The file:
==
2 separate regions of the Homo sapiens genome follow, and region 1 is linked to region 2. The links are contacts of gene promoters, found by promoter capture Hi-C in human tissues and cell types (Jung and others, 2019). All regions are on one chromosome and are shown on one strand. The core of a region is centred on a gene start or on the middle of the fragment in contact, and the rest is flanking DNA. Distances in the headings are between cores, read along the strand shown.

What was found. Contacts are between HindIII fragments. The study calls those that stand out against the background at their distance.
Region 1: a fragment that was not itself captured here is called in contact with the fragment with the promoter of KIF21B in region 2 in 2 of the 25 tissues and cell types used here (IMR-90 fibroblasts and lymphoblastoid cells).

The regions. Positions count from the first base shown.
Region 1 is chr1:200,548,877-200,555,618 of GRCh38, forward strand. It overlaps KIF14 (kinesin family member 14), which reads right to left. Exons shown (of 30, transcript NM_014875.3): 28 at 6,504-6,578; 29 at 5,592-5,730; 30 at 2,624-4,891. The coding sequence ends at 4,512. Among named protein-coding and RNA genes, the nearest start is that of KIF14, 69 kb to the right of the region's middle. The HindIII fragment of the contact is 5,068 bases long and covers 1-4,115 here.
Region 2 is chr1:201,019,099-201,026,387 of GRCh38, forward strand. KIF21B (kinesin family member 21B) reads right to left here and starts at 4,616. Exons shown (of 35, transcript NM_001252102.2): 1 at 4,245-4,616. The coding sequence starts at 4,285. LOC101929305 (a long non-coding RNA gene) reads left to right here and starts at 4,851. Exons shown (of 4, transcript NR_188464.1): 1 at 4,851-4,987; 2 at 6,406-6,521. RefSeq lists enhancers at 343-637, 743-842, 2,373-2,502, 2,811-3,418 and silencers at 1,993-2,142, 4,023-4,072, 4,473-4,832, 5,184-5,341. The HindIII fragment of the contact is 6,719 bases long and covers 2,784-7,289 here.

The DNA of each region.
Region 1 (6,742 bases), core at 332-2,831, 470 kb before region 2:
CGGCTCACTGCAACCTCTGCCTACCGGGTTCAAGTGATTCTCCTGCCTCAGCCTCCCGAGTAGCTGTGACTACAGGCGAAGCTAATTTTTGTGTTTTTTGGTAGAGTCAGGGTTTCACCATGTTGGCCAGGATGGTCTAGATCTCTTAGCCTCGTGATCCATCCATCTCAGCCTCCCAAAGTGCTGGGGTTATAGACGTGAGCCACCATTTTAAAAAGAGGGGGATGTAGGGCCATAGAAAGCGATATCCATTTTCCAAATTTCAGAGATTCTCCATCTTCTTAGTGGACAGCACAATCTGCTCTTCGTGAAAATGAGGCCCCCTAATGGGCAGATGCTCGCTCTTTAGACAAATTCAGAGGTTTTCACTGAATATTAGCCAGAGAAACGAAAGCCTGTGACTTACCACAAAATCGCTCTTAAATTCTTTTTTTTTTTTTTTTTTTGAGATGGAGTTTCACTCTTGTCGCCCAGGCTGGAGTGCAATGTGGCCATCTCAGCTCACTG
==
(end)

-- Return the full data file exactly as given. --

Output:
2 separate regions of the Homo sapiens genome follow, and region 1 is linked to region 2. The links are contacts of gene promoters, found by promoter capture Hi-C in human tissues and cell types (Jung and others, 2019). All regions are on one chromosome and are shown on one strand. The core of a region is centred on a gene start or on the middle of the fragment in contact, and the rest is flanking DNA. Distances in the headings are between cores, read along the strand shown.

What was found. Contacts are between HindIII fragments. The study calls those that stand out against the background at their distance.
Region 1: a fragment that was not itself captured here is called in contact with the fragment with the promoter of KIF21B in region 2 in 2 of the 25 tissues and cell types used here (IMR-90 fibroblasts and lymphoblastoid cells).

The regions. Positions count from the first base shown.
Region 1 is chr1:200,548,877-200,555,618 of GRCh38, forward strand. It overlaps KIF14 (kinesin family member 14), which reads right to left. Exons shown (of 30, transcript NM_014875.3): 28 at 6,504-6,578; 29 at 5,592-5,730; 30 at 2,624-4,891. The coding sequence ends at 4,512. Among named protein-coding and RNA genes, the nearest start is that of KIF14, 69 kb to the right of the region's middle. The HindIII fragment of the contact is 5,068 bases long and covers 1-4,115 here.
Region 2 is chr1:201,019,099-201,026,387 of GRCh38, forward strand. KIF21B (kinesin family member 21B) reads right to left here and starts at 4,616. Exons shown (of 35, transcript NM_001252102.2): 1 at 4,245-4,616. The coding sequence starts at 4,285. LOC101929305 (a long non-coding RNA gene) reads left to right here and starts at 4,851. Exons shown (of 4, transcript NR_188464.1): 1 at 4,851-4,987; 2 at 6,406-6,521. RefSeq lists enhancers at 343-637, 743-842, 2,373-2,502, 2,811-3,418 and silencers at 1,993-2,142, 4,023-4,072, 4,473-4,832, 5,184-5,341. The HindIII fragment of the contact is 6,719 bases long and covers 2,784-7,289 here.

The DNA of each region.
Region 1 (6,742 bases), core at 332-2,831, 470 kb before region 2:
CGGCTCACTGCAACCTCTGCCTACCGGGTTCAAGTGATTCTCCTGCCTCAGCCTCCCGAGTAGCTGTGACTACAGGCGAAGCTAATTTTTGTGTTTTTTGGTAGAGTCAGGGTTTCACCATGTTGGCCAGGATGGTCTAGATCTCTTAGCCTCGTGATCCATCCATCTCAGCCTCCCAAAGTGCTGGGGTTATAGACGTGAGCCACCATTTTAAAAAGAGGGGGATGTAGGGCCATAGAAAGCGATATCCATTTTCCAAATTTCAGAGATTCTCCATCTTCTTAGTGGACAGCACAATCTGCTCTTCGTGAAAATGAGGCCCCCTAATGGGCAGATGCTCGCTCTTTAGACAAATTCAGAGGTTTTCACTGAATATTAGCCAGAGAAACGAAAGCCTGTGACTTACCACAAAATCGCTCTTAAATTCTTTTTTTTTTTTTTTTTTTGAGATGGAGTTTCACTCTTGTCGCCCAGGCTGGAGTGCAATGTGGCCATCTCAGCTCACTG